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In I Am Not Your Negro, Raoul Peck imagines James Baldwin’s unfinished book

Director Raoul Peck uses James Baldwin’s unfinished book Remember This House to structure his documentary I Am Not Your Negro.

Magnolia Pictures

3.5 out of 4 stars

I Am Not Your Negro
Directed by
Raoul Peck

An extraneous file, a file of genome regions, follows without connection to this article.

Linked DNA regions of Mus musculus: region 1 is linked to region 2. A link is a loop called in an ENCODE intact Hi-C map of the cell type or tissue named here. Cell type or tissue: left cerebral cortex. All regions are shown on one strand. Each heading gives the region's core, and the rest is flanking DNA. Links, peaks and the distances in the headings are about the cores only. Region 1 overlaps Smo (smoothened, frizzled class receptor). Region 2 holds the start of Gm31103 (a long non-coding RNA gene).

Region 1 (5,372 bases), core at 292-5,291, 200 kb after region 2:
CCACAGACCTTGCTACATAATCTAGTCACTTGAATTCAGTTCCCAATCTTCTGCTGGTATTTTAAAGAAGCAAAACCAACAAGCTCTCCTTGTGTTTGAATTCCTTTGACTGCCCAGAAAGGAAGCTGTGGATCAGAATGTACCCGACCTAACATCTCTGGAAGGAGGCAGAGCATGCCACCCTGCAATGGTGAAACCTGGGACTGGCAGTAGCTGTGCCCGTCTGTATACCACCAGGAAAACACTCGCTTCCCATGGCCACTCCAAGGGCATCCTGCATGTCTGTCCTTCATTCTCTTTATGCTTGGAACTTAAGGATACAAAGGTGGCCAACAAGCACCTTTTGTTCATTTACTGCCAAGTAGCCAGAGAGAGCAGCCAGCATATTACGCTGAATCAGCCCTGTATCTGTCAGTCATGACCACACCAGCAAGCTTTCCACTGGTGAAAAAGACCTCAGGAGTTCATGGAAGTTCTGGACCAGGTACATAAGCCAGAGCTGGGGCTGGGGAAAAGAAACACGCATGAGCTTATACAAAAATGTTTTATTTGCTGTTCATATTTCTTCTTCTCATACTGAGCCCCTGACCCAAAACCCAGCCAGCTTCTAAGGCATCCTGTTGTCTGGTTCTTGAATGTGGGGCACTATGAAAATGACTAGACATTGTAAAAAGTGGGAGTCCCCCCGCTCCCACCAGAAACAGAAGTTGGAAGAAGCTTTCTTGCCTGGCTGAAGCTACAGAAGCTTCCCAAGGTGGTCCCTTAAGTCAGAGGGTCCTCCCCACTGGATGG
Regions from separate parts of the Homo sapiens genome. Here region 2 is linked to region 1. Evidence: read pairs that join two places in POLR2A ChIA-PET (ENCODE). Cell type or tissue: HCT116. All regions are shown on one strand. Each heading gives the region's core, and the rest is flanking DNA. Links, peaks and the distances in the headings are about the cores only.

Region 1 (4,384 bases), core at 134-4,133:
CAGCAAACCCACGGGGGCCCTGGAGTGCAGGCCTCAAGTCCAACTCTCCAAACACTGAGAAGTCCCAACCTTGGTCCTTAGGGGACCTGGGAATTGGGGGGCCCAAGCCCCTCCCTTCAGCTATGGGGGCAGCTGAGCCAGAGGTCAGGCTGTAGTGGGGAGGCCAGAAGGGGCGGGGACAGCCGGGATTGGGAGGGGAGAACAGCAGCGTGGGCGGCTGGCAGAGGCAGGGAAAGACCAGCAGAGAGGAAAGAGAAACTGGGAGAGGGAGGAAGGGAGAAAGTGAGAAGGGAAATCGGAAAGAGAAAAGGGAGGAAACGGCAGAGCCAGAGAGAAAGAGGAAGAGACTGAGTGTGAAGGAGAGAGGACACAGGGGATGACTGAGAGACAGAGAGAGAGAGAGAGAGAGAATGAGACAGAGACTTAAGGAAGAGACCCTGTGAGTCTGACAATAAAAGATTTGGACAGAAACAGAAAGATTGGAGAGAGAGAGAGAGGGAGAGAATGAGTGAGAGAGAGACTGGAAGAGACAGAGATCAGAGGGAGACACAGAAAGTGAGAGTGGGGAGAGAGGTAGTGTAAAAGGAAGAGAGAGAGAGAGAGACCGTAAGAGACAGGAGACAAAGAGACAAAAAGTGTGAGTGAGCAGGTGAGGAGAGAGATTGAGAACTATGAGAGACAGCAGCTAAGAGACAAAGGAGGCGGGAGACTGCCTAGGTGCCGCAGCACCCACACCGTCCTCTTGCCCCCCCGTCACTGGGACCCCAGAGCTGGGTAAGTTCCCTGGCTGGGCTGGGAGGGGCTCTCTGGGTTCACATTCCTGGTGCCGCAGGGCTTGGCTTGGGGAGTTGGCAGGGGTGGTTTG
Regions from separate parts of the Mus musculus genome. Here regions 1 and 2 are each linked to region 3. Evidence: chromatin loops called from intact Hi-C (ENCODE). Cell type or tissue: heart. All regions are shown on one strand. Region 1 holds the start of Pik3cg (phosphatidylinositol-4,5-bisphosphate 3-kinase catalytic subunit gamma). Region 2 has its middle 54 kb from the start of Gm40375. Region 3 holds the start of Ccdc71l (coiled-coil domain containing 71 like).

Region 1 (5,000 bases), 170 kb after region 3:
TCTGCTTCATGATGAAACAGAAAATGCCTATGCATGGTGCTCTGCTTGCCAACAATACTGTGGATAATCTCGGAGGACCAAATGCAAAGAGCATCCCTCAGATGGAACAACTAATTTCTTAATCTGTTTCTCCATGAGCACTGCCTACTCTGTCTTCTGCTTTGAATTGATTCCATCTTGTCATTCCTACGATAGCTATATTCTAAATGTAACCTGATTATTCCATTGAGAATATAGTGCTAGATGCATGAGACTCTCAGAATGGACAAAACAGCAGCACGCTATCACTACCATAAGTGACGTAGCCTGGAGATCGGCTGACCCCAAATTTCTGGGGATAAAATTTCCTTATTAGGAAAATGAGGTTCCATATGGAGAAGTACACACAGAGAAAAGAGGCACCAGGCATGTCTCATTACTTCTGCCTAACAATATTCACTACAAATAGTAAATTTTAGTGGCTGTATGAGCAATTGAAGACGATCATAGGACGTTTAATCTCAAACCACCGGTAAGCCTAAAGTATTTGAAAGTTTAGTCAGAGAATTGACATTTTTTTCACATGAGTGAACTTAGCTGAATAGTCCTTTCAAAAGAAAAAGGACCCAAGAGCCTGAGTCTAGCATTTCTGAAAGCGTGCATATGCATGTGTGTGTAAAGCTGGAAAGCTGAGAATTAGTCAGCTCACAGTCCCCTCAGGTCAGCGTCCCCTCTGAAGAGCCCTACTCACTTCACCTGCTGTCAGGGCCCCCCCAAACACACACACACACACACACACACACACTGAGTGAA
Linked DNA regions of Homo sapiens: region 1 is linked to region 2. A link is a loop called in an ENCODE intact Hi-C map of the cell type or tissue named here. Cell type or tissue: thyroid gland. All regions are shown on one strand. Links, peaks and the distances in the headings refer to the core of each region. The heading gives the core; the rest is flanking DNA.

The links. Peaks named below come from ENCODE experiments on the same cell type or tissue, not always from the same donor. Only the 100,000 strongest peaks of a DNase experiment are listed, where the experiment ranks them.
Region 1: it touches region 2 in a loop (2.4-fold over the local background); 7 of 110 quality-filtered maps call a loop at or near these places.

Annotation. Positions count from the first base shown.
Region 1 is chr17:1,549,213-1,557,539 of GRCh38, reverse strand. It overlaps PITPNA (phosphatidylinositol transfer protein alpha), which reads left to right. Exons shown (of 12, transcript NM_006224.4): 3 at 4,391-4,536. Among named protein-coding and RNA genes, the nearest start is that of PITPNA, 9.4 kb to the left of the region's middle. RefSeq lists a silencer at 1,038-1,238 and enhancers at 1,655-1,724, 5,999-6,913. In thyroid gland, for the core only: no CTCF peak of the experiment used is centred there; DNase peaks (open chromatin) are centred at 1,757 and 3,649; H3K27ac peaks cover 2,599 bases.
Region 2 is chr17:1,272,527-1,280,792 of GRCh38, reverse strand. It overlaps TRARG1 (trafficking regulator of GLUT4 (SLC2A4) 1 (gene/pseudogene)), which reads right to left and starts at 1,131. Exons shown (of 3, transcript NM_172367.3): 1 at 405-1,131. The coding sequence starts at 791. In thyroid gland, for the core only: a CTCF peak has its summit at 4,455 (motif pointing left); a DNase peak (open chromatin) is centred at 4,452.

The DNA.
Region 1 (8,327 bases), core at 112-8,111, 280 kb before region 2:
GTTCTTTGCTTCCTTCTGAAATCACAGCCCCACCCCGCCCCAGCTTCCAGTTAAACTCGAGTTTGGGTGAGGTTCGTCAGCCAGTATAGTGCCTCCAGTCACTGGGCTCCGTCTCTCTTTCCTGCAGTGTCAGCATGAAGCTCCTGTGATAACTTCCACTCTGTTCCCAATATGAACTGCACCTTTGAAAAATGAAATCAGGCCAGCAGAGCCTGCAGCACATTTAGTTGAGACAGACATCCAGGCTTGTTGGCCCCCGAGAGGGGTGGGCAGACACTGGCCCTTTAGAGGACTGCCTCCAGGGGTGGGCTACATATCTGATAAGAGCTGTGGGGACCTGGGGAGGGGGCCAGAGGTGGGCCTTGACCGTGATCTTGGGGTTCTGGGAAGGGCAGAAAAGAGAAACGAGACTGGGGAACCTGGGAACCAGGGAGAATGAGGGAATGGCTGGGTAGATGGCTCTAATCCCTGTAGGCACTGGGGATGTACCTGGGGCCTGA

In 1979, James Baldwin wrote to his agent, loosely detailing his plans to write Remember This House, a book that would connect the lives and assassinations of Baldwin's close friends Medgar Evers, Malcolm X and Martin Luther King Jr. Less than 10 years later, with 30 pages of the manuscript completed, Baldwin died. Using this unfinished book, director Raoul Peck – who was granted unprecedented access to Baldwin's estate – structured his documentary, which tells the story of America, up until now. Baldwin's critical, ever-foretelling words (as voiced by Samuel L. Jackson) resound. It's an astonishing, often challenging and sharp examination of race in the United States, confronting how the country's history repeats and how Baldwin insisted we must remember, relentlessly question, remain conscientious and resist.

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